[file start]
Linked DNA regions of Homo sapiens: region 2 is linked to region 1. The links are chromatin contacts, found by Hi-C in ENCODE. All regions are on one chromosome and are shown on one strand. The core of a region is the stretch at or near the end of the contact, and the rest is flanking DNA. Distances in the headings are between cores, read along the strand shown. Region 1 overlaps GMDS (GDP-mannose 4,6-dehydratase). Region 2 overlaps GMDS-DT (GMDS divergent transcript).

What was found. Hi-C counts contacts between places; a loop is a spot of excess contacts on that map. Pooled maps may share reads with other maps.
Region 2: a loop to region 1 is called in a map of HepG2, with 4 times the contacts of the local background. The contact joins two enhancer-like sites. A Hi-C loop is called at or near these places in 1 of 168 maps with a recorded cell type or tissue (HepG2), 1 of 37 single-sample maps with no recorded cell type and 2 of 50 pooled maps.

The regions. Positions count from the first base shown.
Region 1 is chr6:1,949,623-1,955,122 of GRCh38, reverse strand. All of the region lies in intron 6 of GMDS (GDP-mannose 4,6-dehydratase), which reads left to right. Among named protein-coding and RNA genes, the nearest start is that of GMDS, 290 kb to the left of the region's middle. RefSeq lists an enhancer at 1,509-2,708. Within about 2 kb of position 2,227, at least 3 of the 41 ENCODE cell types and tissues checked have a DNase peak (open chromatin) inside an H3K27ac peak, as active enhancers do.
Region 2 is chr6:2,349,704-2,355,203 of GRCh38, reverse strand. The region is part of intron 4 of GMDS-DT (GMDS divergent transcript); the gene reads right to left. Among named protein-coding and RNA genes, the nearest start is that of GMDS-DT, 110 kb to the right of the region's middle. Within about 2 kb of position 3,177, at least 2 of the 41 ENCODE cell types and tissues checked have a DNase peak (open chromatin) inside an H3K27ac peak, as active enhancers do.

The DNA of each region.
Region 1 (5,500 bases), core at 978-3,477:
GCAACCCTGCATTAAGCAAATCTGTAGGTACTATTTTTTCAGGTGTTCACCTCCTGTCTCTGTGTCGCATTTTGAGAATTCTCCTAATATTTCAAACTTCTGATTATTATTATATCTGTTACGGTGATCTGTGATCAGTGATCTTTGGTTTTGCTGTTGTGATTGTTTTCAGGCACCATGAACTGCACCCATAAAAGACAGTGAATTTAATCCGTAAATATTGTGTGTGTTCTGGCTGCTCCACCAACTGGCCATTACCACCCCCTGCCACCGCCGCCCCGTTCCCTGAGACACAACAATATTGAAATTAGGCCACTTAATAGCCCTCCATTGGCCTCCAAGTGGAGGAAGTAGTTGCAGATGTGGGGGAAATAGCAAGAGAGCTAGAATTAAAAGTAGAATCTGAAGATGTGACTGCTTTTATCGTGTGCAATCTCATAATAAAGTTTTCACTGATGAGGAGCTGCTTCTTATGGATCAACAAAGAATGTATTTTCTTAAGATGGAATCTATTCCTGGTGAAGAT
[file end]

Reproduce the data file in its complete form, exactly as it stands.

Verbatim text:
Linked DNA regions of Homo sapiens: region 2 is linked to region 1. The links are chromatin contacts, found by Hi-C in ENCODE. All regions are on one chromosome and are shown on one strand. The core of a region is the stretch at or near the end of the contact, and the rest is flanking DNA. Distances in the headings are between cores, read along the strand shown. Region 1 overlaps GMDS (GDP-mannose 4,6-dehydratase). Region 2 overlaps GMDS-DT (GMDS divergent transcript).

What was found. Hi-C counts contacts between places; a loop is a spot of excess contacts on that map. Pooled maps may share reads with other maps.
Region 2: a loop to region 1 is called in a map of HepG2, with 4 times the contacts of the local background. The contact joins two enhancer-like sites. A Hi-C loop is called at or near these places in 1 of 168 maps with a recorded cell type or tissue (HepG2), 1 of 37 single-sample maps with no recorded cell type and 2 of 50 pooled maps.

The regions. Positions count from the first base shown.
Region 1 is chr6:1,949,623-1,955,122 of GRCh38, reverse strand. All of the region lies in intron 6 of GMDS (GDP-mannose 4,6-dehydratase), which reads left to right. Among named protein-coding and RNA genes, the nearest start is that of GMDS, 290 kb to the left of the region's middle. RefSeq lists an enhancer at 1,509-2,708. Within about 2 kb of position 2,227, at least 3 of the 41 ENCODE cell types and tissues checked have a DNase peak (open chromatin) inside an H3K27ac peak, as active enhancers do.
Region 2 is chr6:2,349,704-2,355,203 of GRCh38, reverse strand. The region is part of intron 4 of GMDS-DT (GMDS divergent transcript); the gene reads right to left. Among named protein-coding and RNA genes, the nearest start is that of GMDS-DT, 110 kb to the right of the region's middle. Within about 2 kb of position 3,177, at least 2 of the 41 ENCODE cell types and tissues checked have a DNase peak (open chromatin) inside an H3K27ac peak, as active enhancers do.

The DNA of each region.
Region 1 (5,500 bases), core at 978-3,477:
GCAACCCTGCATTAAGCAAATCTGTAGGTACTATTTTTTCAGGTGTTCACCTCCTGTCTCTGTGTCGCATTTTGAGAATTCTCCTAATATTTCAAACTTCTGATTATTATTATATCTGTTACGGTGATCTGTGATCAGTGATCTTTGGTTTTGCTGTTGTGATTGTTTTCAGGCACCATGAACTGCACCCATAAAAGACAGTGAATTTAATCCGTAAATATTGTGTGTGTTCTGGCTGCTCCACCAACTGGCCATTACCACCCCCTGCCACCGCCGCCCCGTTCCCTGAGACACAACAATATTGAAATTAGGCCACTTAATAGCCCTCCATTGGCCTCCAAGTGGAGGAAGTAGTTGCAGATGTGGGGGAAATAGCAAGAGAGCTAGAATTAAAAGTAGAATCTGAAGATGTGACTGCTTTTATCGTGTGCAATCTCATAATAAAGTTTTCACTGATGAGGAGCTGCTTCTTATGGATCAACAAAGAATGTATTTTCTTAAGATGGAATCTATTCCTGGTGAAGAT